I don’t think so. Compared to fiction, creative nonfiction has the pesky added responsibility of not misrepresenting what actually happened. However, CNF gives ample cover for creative solutions.

Many creative nonfiction pieces can also be submitted to the fiction genre. In this sense, it doubles the opportunities for writers to submit their work.

IN ADDITION TO THE CNFC WIN, YOU WERE LONG-LISTED FOR THE CBC NONFICTION PRIZE. HOW HAVE THESE EXPERIENCES CONTRIBUTED TO YOUR LITERARY CAREER?

Until a couple of years ago, I wrote exclusively fiction, and I still employ many of the literary techniques of fiction writing to my nonfiction. The positive reaction to my creative nonfiction has made me realize that there are endless true stories waiting to be told. I find the translation of reality into prose to be deeply satisfying. It has opened up many doors for my literary career.

For example, I have recently written commissioned CNF pieces for literary journals, been asked to tell CNF stories on CBC Radio shows, and been invited to tell CNF stories at live events, festivals, and even for a museum.

WHAT’S YOUR FAVOURITE ONLINE WRITING CRAFT WEBSITE/RESOURCE?

I love the Paris Review “Art of Nonfiction/Fiction/Poetry” series. They have been conducting extended interviews with the best writers in the world since 1953. It’s a treasure trove.

I also really enjoy the New Yorker’s fiction podcast. Each episode has a famous writer reading another famous writer’s short story and then analyzing what they think makes that piece work so well. I wish that the podcast included nonfiction writers, too, but the mechanics of great writing transcend genre.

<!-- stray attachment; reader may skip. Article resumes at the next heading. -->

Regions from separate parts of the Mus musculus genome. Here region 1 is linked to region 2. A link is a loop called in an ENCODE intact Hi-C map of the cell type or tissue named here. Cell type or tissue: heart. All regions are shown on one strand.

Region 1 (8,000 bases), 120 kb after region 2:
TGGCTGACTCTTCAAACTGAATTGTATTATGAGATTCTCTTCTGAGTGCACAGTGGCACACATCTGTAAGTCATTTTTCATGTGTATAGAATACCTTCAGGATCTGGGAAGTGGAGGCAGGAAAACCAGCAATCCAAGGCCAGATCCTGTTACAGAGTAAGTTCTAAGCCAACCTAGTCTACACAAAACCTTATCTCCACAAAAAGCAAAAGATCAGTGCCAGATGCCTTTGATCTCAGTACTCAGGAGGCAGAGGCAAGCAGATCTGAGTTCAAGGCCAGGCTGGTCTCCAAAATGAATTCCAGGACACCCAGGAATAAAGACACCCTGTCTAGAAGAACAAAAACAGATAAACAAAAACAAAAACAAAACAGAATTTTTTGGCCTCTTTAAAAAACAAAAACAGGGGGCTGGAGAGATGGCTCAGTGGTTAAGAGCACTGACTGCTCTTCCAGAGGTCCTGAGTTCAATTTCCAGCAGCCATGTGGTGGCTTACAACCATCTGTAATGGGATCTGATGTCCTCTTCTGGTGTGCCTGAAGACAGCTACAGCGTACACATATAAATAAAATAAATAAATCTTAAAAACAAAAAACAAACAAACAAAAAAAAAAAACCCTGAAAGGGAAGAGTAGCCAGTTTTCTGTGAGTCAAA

WHAT PIECE OF ADVICE CAN YOU OFFER NEW AND EMERGING WRITERS WANTING TO ENTER THIS YEAR’S CONTEST?

You won’t win any competition that you don’t enter. So, enter! Also, don’t be discouraged if you don’t win. My winning entry was rejected by other competitions and magazines before it won a grand prize. The final ingredient to success is, unfortunately, luck.

The solution? Keep submitting! Each time you submit your story somewhere, you’re increasing your chances of getting lucky. Your talent should eventually get noticed — but only if you’re willing to play the numbers game and absorb a pile of rejections. Stay strong.

Joshua Levy is a storyteller. He and his wife split their time between Montreal, Toronto, and Lisbon, Portugal.

CNF tip of the week: lyric essay

Lyric Essay

A lyric essay uses the techniques of poetry, including compression, sound play, white space, formal innovation, non-linear narrative, and juxtaposition to explore an idea or an experience in the writer’s life. Lyric essays may be structured as collage or mosaic, as braided or woven narratives, as “flash” snapshots, or wedged within the carapace of other forms such as instruction manuals, rejection letters, lists, or maps, and they may also make use of images. They often rely on research in addition to personal experience. Typically, they make greater demands on the reader than other types of creative nonfiction, so for some, they are an acquired taste—but those who love them can’t get enough!

A few examples

Brenda Miller: “36 Holes.”

Nicole Breit: “Spectrum.” (CNFC award winner!)

Eula Biss: “The Pain Scale.”

Judith Kitchen: “On the Farm.”

To learn more

http://benmarcus.com/writing/on-the-lyric-essay/

https://www.hws.edu/senecareview/dagata_le.pdf

http://theessayreview.org/bodies-of-text-on-the-lyric-essay/

http://www.maryheathernoble.com/on-the-lyric-essay/

http://brevitymag.com/craft-essays/the-shared-space/

https://harpers.org/archive/2016/05/note-to-self/

http://www.portyonderpress.com/the-lyric-essay.html